Maslow and herzberg theories of motivation
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Maslow and herzberg theories of motivation

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Maslow and herzberg theories of motivation Maslow and herzberg theories of motivation Presentation Transcript

  • Theories Of Motivation (Maslow And Herzberg) By Durga Devi .R
  • What Is Motivation? Motivation is derived from Latin words movere which means “to move” Motivation is the result of processes, internal or external to the individual, that arouse enthusiasm and persistence to pursue a certain course of action.
  • Importance Of Motivation In Industry • High Employee Performance • Low employee turnover and absenteeism • Better Organizational Image • Better Industrial relations • Acceptability to change • Better quality orientation • Better Productivity
  • Maslow’s Need Hierarchy Theory
  • Abraham Maslow  Abraham was born in Brooklyn since 1908 – 1970.  Maslow was a psychologist who studied the lives and activities of individuals that he found considered them to be “successful and productive”.  Maslow’s is a famous theory which encompass everything from basic needs to self-actualization in order to demonstrate what motivates people.
  • Maslow Theories This theory  There are 5 levels of needs  All these needs are arranged in a hierarchy  Once one level is satisfied, the next level will emerge as the depressed need seeking to be satisfied  The physiological and security needs are finite but the needs of higher order are infinite and are likely to be dominant in persons at higher levels in the organization.  Maslow suggests that various levels are interdependent and overlapping.
  • Maslow Levels Of Pyramid
  • Physical Needs Level One • Physiological needs are those required to sustain life, such as: – – – – Air Water Nourishment Sleep • According to Maslow's theory, if such needs are not satisfied, then one's motivation will arise from the quest to satisfy them. Higher needs such as social needs and esteem are not felt until one has met the needs basic to one's bodily functioning.
  • Safety Needs Level Two • Once physiological needs are met, one's attention turns to safety and security in order to be free from the threat of physical and emotional harm. Such needs might be fulfilled by: – – – – Living in a safe area Medical insurance Job security Financial reserves • According to Maslow's hierarchy, if a person feels that he or she is in harm's way, higher needs will not receive much attention.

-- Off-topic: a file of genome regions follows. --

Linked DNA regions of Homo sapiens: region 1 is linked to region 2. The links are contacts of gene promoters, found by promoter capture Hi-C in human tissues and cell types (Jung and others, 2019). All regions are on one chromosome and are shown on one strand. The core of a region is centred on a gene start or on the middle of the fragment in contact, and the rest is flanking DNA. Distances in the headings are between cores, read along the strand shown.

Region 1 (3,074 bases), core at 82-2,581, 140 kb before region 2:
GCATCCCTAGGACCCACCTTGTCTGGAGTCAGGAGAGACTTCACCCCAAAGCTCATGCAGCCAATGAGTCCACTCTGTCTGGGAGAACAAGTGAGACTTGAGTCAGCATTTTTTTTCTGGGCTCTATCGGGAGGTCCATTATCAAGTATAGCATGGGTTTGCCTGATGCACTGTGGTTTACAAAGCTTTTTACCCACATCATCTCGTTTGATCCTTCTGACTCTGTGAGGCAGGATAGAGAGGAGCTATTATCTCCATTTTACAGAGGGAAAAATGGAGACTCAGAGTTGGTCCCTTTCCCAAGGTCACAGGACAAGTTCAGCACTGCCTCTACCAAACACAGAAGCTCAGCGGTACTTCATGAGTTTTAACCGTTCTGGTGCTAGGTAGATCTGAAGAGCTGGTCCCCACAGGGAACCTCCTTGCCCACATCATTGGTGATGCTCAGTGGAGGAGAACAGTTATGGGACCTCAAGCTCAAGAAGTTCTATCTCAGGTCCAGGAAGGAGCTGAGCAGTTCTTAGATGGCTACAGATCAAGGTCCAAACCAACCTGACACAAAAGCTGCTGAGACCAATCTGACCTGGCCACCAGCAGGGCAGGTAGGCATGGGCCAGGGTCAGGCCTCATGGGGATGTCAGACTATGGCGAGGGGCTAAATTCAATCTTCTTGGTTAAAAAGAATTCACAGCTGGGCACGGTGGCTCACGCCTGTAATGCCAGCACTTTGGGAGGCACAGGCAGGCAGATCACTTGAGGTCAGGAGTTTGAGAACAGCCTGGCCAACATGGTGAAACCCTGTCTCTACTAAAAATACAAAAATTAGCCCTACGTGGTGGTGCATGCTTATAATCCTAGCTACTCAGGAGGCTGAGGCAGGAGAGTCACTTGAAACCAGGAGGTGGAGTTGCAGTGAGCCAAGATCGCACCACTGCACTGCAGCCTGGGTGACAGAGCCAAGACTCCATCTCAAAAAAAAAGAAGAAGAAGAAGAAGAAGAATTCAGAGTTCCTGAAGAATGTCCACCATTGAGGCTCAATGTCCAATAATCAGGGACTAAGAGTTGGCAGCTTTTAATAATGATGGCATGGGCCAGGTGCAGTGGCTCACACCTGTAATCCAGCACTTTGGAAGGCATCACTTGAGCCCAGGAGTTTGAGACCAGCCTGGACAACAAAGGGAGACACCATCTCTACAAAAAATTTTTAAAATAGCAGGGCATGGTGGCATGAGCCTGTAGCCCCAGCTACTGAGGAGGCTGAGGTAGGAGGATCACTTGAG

• Social Needs Level Three • Once a person has met the lower level physiological and safety needs, higher level needs become important, the first of which are social needs. Social needs are those related to interaction with other people and may include: – Need for friends – Need for belonging – Need to give and receive love
  • Esteem Needs Level Four • Once a person feels a sense of "belonging", the need to feel important arises. Esteem needs may be classified as internal or external. Internal esteem needs are those related to self-esteem such as self respect and achievement. External esteem needs are those such as social status and recognition. Some esteem needs are: – – – – – Self-respect Achievement Attention Recognition Reputation • Maslow later refined his model to include a level between esteem needs and self-actualization: the need for knowledge and aesthetics.
  • Self - Actualization Level Five • Self-actualization is the summit of Maslow's hierarchy of needs. It is the quest of reaching one's full potential as a person. Unlike lower level needs, this need is never fully satisfied; as one grows psychologically there are always new opportunities to continue to grow. • Self-actualized people tend to have needs such as: – – – – Truth Justice Wisdom Meaning • Self-actualized persons have frequent occurrences of peak experiences, which are energized moments of profound happiness and harmony. According to Maslow, only a small percentage of the population reaches the level of self-actualization.